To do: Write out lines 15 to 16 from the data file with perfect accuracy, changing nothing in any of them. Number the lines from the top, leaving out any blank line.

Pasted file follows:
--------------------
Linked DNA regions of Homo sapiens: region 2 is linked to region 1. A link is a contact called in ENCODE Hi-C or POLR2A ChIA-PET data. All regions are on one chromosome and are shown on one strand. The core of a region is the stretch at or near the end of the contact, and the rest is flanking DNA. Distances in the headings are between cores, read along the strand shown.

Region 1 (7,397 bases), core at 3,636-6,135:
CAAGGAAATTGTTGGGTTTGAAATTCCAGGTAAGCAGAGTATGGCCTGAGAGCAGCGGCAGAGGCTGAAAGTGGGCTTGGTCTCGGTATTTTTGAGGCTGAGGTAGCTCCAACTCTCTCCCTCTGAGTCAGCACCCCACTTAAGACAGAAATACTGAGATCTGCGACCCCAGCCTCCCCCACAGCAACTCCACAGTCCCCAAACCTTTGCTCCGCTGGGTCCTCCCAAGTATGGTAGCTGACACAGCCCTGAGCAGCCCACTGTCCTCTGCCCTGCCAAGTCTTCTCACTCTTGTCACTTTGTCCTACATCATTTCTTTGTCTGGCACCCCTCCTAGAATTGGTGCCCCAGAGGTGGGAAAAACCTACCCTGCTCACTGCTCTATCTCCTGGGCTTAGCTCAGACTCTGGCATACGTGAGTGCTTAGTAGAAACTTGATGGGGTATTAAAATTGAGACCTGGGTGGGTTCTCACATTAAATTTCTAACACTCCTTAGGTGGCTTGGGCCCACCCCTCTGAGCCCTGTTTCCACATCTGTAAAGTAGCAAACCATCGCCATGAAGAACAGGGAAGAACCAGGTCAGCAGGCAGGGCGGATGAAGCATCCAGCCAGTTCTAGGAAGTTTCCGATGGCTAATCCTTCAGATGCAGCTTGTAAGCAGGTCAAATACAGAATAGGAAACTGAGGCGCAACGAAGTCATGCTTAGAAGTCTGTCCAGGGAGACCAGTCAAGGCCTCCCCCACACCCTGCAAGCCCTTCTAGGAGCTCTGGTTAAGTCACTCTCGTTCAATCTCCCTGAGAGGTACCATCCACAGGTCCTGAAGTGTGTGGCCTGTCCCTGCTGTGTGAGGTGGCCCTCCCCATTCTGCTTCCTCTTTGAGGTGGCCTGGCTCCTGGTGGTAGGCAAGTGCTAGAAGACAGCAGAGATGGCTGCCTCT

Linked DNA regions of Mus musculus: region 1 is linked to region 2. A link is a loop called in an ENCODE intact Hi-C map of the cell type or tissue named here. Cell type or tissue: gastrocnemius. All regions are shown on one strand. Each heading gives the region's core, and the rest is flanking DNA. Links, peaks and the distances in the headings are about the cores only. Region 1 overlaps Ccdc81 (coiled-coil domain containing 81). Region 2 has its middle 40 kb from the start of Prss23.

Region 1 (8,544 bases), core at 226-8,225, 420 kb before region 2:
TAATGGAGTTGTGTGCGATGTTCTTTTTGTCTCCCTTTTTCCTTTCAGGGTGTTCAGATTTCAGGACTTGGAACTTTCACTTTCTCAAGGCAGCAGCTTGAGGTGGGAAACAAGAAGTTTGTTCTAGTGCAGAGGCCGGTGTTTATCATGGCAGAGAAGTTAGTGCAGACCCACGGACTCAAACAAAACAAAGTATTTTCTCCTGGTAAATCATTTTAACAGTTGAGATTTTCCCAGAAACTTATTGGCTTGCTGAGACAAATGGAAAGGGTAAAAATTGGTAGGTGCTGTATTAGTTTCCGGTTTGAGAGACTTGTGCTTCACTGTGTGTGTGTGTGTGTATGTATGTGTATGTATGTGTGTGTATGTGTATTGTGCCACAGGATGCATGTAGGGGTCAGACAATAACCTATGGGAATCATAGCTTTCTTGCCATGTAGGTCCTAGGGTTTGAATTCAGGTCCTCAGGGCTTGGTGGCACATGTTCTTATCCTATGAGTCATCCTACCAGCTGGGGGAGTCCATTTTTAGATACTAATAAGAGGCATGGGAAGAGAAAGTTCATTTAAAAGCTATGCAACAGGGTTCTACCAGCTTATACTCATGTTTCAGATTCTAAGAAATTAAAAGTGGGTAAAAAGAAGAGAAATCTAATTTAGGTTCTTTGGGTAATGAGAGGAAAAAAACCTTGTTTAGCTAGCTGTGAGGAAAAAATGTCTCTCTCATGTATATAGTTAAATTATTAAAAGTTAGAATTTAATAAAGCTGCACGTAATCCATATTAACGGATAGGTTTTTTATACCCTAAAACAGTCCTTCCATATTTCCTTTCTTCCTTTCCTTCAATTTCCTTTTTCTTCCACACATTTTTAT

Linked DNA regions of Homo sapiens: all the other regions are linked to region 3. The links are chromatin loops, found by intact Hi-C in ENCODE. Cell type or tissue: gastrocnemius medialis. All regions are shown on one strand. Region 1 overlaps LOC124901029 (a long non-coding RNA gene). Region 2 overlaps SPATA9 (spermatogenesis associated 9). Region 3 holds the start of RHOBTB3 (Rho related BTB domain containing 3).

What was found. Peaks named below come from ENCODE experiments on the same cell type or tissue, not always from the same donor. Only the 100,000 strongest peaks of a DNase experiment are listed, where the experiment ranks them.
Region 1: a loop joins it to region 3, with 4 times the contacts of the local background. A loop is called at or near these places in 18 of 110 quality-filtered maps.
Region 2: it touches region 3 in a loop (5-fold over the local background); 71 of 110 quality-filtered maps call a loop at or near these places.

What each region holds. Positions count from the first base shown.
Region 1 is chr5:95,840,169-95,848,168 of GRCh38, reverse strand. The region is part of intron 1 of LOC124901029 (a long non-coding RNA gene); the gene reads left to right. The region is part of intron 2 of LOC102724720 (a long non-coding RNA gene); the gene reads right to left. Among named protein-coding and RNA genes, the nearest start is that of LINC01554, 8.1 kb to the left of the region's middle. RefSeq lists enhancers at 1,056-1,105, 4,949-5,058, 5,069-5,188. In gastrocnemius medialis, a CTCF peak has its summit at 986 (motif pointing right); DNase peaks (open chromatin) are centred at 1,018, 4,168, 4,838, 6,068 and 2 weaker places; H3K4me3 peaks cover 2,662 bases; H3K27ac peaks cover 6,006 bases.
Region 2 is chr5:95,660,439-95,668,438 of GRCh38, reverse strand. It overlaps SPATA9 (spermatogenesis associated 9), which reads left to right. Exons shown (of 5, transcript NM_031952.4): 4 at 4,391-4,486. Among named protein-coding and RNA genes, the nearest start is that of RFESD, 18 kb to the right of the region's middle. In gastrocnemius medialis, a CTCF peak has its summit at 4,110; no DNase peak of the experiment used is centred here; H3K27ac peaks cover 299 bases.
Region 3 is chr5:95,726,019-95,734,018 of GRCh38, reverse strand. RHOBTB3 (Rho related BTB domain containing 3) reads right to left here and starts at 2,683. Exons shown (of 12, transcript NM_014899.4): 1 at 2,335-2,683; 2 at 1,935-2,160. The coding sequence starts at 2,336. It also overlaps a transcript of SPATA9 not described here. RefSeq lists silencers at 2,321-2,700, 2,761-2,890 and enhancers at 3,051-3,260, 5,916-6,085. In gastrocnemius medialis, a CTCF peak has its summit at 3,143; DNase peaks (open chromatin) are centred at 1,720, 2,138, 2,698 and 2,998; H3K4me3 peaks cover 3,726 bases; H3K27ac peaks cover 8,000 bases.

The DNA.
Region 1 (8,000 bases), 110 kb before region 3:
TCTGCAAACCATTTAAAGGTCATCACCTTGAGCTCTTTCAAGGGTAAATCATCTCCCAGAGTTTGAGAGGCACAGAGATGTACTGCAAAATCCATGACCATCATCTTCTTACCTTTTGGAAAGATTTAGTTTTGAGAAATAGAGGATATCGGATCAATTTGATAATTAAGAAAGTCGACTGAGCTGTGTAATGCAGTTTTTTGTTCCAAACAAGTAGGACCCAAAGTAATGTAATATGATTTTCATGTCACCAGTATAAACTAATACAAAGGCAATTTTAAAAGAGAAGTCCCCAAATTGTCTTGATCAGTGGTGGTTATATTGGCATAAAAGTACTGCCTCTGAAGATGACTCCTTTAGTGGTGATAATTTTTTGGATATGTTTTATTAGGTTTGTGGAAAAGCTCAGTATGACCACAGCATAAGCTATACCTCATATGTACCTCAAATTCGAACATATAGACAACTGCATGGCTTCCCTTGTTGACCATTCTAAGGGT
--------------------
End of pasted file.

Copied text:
The DNA.
Region 1 (8,000 bases), 110 kb before region 3: